What role does diet play in good mental health?

A vital role! Research has found that what you eat directly affects the structure and function of your brain and, ultimately, your mood.

Eating high-quality foods that contain lots of vitamins, minerals, and antioxidants nourishes the brain and protects it from oxidative stress — the “waste” produced when the body uses oxygen, which can damage cells.

Your brain has difficulty getting rid of substances that come from processed or refined foods. Diets high in refined sugars, for example, promote inflammation and oxidative stress. Research has found a link between a diet high in refined sugars and impaired brain function — and a worsening of mood disorders such as depression and anxiety.

Many studies have also found that eating a healthy diet increases good bacteria in your gut, and a healthy gut is linked to better brain function and mood.

Fats in the diet are also an important consideration. Our bodies need fats – to help us absorb vitamins, and for our brains and nervous systems to function properly.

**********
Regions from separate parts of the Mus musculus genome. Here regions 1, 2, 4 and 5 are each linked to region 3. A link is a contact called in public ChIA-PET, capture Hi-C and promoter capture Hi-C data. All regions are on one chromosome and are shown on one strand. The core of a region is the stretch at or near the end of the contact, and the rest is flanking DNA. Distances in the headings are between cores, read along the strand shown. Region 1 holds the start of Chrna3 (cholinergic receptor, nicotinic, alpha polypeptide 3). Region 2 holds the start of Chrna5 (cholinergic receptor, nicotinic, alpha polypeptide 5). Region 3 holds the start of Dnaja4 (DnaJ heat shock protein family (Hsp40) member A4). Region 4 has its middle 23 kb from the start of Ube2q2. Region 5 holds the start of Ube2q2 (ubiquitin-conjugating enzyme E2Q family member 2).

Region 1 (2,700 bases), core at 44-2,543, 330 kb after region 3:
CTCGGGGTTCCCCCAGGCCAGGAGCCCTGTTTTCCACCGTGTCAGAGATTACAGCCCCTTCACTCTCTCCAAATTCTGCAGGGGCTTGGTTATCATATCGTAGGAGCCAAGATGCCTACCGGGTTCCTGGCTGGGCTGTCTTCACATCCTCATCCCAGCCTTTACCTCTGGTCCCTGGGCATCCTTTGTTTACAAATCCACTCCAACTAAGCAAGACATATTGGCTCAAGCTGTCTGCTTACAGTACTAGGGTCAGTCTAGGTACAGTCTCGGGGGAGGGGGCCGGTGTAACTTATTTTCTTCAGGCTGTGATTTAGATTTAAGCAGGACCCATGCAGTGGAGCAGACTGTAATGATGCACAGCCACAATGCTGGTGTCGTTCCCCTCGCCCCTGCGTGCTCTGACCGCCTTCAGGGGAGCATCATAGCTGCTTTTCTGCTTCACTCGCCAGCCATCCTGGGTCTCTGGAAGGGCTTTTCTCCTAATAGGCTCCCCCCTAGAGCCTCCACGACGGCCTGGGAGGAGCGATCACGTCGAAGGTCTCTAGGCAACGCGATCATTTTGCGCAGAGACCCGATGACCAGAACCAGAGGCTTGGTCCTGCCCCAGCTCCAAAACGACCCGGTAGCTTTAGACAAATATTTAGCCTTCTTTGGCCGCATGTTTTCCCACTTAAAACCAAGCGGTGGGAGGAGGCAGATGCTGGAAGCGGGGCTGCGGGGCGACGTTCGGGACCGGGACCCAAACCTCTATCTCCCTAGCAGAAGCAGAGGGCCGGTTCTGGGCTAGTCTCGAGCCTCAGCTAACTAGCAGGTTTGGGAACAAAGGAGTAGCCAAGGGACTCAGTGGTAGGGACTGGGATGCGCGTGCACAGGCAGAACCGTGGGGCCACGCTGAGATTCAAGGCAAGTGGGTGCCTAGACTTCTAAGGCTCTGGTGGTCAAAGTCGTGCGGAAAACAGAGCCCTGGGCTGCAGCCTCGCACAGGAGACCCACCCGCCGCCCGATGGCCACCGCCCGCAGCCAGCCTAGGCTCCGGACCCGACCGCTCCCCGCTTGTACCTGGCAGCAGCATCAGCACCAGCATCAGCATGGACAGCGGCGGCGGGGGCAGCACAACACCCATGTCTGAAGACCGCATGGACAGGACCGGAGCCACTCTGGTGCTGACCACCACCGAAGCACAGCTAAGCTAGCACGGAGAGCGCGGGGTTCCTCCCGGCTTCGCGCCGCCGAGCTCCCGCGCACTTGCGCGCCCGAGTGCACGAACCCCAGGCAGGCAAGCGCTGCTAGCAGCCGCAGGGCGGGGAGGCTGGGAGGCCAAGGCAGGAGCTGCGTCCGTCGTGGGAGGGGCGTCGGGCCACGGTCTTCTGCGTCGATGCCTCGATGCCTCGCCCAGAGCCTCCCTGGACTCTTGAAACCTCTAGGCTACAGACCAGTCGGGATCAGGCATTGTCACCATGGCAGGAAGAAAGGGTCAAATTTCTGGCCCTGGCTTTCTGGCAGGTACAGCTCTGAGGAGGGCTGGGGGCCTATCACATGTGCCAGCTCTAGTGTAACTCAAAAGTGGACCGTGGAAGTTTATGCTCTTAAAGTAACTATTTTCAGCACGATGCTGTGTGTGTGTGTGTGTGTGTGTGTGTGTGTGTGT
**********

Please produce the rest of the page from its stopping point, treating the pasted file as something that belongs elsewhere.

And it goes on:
However, some types of fats (e.g. artificial trans fats, partially hydrogenated oil, vegetable shortening), can cause serious conditions such as heart disease and cancer. High levels of these fats can also reduce production of the feel-good chemical serotonin in the body, leading to depression, anxiety and memory problems.

Good fats, on the other hand, can lower the risk of disease, and can strengthen brain cells and regulate mood. Good monounsaturated fats include Olive, Sesame and Avocado Oils. Products containing essential fatty acids include Flaxseed, Hemp and Walnut Oils. Healthy natural saturated fats include Coconut Oil. These can be used for cooking, salad dressings, marinades, drizzling, baking and dipping. Ensure you include good fats in your daily diet to optimise brain health and mood.

And it’s not just what you eat that can affect your mental health. Caffeine, found in tea and coffee, triggers the release of adrenaline, the “fight-or-flight” hormone associated with increased energy. Drinking too much can increase anxiety and nervousness. It can also decrease serotonin production in the brain, causing a depressed mood.

In addition, consuming too many sugary soft drinks can cause blood sugar spikes and crashes, which in turn can trigger feelings of worry, irritability, and sadness.

The role of diet in achieving optimum mental health is a large and complex topic. You may wish to read more about healthy diets through books available at the Calm Store. It may also be beneficial to consult your GP or a Nutritionist if you require additional guidance.

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